(NC)—With the increasing impact of global climate change, there are more and more severe weather events damaging homes and properties in Canada. These include floods, windstorms, hail and wildfires. One of the most shocking weather events here in Canada happened in 2011 when a F3 tornado hit Goderich, Ontario. Without warning, the beautiful summer day turned dangerous when a supercell storm hit the centre of town. The 1.5 km-wide tornado

flattened the downtown plus another 20 km swath, leaving many injured.

While disasters like this usually bring out the best in people, with neighbours working together, sadly there are others who try to take advantage of the situation. “What was most shocking and devastating about the Goderich tornado was that it surprised everyone, including meteorologists,” said Joe Daly of Desjardins General Insurance. “When something like this happens, your first impulse after checking to make sure everyone is safe is to start rebuilding. But this is also when you’re the most vulnerable, leaving you open to unreliable contractors. Of course, not all contractors are scammers. But it’s important to know the difference between the two and how to protect yourself.”

First, be prepared:

1) Experts say that the first three days after an emergency are the most critical. So consider creating a 72-hour emergency kit. Typically it will include 3 days worth of water for each person in your family, imperishable food stuffs, candles, flashlight and batteries, and a first-aid kit.

2) Since your home is likely your most valuable asset, make sure you understand the contents of your insurance policy. It’s always a good idea to review it at least once a year and to address any questions you may have with your insurance provider. Typically, your policy will cover a fire loss, as well as damage caused by lightning, windstorms, hailstorms and even tornados. Keep in mind that standard homeowners’ policies in Canada exclude overland flood damage. However, they do cover other kinds of water damage, like rain coming through a wind-damaged roof. Speak to your provider about your coverage and about possibly purchasing additional coverage.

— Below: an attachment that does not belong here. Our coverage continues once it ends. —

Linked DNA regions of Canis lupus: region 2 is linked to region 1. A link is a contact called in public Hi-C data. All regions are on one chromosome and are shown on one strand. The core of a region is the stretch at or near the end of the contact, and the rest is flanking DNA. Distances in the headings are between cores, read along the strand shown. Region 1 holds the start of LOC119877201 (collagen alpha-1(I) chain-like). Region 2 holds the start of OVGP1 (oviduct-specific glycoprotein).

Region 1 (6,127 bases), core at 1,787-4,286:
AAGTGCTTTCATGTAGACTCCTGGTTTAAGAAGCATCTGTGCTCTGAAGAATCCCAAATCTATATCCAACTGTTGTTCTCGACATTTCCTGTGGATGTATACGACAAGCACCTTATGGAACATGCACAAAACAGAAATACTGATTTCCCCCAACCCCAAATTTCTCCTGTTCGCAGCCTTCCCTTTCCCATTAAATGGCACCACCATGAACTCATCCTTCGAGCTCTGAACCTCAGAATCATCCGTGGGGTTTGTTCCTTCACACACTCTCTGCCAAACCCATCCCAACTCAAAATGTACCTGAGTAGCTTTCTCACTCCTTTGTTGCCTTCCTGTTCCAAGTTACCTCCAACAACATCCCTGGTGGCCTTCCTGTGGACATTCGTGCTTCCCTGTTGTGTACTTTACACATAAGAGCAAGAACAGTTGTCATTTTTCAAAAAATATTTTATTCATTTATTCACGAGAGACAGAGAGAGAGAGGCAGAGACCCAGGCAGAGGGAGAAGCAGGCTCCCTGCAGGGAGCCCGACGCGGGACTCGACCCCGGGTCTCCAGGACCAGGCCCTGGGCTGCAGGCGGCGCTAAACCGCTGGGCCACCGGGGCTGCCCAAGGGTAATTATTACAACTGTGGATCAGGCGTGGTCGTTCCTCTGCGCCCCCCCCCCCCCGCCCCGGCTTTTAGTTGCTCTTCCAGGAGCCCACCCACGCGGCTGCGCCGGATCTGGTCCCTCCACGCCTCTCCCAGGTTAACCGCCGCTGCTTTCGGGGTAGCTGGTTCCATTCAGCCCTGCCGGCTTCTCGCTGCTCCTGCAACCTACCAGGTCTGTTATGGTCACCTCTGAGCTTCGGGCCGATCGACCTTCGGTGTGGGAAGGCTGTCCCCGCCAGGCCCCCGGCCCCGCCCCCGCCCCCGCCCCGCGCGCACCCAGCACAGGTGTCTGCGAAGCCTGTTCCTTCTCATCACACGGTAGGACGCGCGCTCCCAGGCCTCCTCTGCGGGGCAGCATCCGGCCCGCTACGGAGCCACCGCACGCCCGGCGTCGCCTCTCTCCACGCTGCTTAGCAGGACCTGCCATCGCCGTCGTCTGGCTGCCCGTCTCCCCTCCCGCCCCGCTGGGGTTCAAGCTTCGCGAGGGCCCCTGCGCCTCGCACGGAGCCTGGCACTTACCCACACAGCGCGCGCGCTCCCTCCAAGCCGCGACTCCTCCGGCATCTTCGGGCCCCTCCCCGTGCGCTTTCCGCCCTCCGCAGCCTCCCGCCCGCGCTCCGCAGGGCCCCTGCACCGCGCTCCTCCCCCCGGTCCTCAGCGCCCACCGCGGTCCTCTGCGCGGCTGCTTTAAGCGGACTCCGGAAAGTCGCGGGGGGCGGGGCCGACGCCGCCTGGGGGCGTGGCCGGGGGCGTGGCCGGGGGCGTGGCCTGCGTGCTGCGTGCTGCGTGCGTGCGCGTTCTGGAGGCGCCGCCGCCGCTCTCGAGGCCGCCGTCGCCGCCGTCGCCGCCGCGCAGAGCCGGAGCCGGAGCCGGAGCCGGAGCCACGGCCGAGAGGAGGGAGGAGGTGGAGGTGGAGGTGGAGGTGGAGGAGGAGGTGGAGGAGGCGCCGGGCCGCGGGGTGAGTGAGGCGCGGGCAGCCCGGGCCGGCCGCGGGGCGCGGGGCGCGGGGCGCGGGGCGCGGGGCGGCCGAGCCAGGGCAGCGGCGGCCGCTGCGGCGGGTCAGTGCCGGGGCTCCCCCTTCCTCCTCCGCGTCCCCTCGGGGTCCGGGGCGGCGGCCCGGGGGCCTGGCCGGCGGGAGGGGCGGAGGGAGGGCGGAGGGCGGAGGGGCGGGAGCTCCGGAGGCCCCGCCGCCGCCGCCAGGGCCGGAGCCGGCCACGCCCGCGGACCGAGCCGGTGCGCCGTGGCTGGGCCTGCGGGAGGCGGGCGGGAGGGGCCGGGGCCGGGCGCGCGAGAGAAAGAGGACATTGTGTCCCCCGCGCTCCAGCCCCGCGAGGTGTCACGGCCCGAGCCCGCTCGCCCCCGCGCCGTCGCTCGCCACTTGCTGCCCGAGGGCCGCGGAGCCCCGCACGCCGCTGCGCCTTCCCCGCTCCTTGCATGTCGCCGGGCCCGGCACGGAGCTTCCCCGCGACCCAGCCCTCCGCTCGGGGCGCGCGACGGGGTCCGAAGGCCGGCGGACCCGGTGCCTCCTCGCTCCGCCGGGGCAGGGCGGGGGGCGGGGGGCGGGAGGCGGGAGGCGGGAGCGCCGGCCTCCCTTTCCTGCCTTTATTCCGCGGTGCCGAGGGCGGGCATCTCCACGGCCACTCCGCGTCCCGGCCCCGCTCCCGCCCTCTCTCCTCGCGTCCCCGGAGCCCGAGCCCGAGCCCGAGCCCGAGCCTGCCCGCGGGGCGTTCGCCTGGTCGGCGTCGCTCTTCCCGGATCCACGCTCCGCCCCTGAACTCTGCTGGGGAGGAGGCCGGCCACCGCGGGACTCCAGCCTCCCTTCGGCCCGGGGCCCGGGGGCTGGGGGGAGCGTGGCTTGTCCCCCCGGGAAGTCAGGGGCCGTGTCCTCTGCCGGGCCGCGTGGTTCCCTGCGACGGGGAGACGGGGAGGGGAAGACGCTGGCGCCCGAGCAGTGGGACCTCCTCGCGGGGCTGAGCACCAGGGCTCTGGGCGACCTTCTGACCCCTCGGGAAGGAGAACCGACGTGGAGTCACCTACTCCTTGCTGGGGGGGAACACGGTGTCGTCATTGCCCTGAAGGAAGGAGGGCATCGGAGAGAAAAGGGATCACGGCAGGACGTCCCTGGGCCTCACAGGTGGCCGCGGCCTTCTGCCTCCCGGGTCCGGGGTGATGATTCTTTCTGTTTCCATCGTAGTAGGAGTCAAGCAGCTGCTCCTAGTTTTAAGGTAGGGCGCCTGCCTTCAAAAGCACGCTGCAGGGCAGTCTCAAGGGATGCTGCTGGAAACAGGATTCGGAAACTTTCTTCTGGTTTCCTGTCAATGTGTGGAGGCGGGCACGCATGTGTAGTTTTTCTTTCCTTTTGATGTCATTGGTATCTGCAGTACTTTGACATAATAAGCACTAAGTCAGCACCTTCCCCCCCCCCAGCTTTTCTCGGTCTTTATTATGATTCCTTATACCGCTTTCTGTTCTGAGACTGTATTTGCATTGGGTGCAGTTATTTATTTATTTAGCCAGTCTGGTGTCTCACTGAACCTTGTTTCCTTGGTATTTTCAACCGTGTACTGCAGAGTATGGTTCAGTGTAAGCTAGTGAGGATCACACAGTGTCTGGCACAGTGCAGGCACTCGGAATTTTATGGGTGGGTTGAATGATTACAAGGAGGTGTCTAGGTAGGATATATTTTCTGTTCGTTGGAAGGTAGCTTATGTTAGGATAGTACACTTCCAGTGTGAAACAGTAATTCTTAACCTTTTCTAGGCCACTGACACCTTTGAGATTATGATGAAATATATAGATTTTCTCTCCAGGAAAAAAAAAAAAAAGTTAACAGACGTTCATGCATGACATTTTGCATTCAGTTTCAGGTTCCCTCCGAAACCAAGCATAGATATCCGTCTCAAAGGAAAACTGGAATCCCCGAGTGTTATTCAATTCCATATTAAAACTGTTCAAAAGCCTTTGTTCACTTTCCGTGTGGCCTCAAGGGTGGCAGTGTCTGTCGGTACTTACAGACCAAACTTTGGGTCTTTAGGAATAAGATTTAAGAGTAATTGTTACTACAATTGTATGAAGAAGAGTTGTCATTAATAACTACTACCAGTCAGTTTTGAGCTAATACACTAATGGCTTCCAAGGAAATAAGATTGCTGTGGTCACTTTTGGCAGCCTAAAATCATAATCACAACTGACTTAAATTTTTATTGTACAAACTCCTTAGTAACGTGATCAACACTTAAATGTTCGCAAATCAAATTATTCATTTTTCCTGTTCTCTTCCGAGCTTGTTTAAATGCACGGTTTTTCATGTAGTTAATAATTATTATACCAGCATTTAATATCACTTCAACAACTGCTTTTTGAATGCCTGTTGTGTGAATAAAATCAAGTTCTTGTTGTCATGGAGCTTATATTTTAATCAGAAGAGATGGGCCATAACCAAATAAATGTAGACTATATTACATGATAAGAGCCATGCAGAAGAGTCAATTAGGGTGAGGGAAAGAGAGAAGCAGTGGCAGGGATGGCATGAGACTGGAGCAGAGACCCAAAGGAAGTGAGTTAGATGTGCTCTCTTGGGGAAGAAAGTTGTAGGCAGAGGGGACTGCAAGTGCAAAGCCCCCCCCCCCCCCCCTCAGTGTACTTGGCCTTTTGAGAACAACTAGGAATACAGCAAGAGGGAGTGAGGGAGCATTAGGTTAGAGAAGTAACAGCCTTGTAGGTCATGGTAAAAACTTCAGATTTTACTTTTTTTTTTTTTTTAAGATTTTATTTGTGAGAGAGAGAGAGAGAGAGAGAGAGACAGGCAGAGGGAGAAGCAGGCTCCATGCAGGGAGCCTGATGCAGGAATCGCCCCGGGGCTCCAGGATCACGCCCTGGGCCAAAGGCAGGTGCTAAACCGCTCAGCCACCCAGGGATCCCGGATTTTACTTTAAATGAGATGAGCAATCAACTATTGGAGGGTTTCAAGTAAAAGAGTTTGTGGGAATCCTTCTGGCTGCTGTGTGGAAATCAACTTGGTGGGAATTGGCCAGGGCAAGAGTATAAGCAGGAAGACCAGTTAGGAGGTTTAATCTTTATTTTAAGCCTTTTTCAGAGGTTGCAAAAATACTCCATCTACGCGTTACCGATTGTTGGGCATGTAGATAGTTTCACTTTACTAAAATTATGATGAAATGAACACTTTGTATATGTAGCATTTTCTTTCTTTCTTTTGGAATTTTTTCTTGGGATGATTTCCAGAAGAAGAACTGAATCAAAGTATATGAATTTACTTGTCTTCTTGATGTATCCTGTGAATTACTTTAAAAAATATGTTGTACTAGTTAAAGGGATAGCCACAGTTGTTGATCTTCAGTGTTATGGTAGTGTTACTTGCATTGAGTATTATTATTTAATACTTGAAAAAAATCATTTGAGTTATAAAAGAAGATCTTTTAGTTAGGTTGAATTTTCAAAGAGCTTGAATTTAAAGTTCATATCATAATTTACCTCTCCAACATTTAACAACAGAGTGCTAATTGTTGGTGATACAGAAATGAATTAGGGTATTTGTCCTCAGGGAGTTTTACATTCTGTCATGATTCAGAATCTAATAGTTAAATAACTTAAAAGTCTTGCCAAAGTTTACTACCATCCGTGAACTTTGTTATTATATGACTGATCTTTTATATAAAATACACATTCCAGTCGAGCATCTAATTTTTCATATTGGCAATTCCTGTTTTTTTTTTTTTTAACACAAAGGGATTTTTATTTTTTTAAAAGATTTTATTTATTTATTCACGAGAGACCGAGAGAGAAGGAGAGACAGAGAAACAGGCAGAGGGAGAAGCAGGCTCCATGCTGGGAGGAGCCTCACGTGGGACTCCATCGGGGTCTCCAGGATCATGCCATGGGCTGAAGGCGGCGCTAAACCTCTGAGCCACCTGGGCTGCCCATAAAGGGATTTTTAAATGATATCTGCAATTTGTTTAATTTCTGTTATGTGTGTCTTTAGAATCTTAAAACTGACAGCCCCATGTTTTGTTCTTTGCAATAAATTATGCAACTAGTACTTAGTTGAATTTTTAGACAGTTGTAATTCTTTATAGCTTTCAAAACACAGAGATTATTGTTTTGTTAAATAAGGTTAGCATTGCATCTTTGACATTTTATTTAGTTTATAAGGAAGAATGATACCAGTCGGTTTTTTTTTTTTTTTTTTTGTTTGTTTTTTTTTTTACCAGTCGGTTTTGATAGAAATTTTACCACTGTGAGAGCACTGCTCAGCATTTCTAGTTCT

Second, know the tell-tale signs to avoid a potential contractor scam:

1) Deposit and Dash: The contractor will have you pay a large deposit to start the work but will then disappear. Protect yourself by insisting on paying a small amount to start with the balance paid upon satisfactory completion of the work. And make sure you get all of this in writing.

2) Substandard Repairs: These types of contractors will charge you a large amount to fix the problem, but they will cut corners leaving you vulnerable for more serious damage. Make sure you do a proper inspection before paying the final bill.

3) Making matters worse: During an inspection, some discreditable contractors will create larger damage in order to charge you a bigger fee. This includes using a teaspoon, small rocks or hammers to fabricate damage on roof shingles. Be careful of any company that uses door-to-door salespeople or that drop off flyers. The best way to protect yourself is by contacting your insurance company before authorizing any work.

For more tips about emergency preparedness and protecting yourself against contractor scams, speak to your insurance provider.

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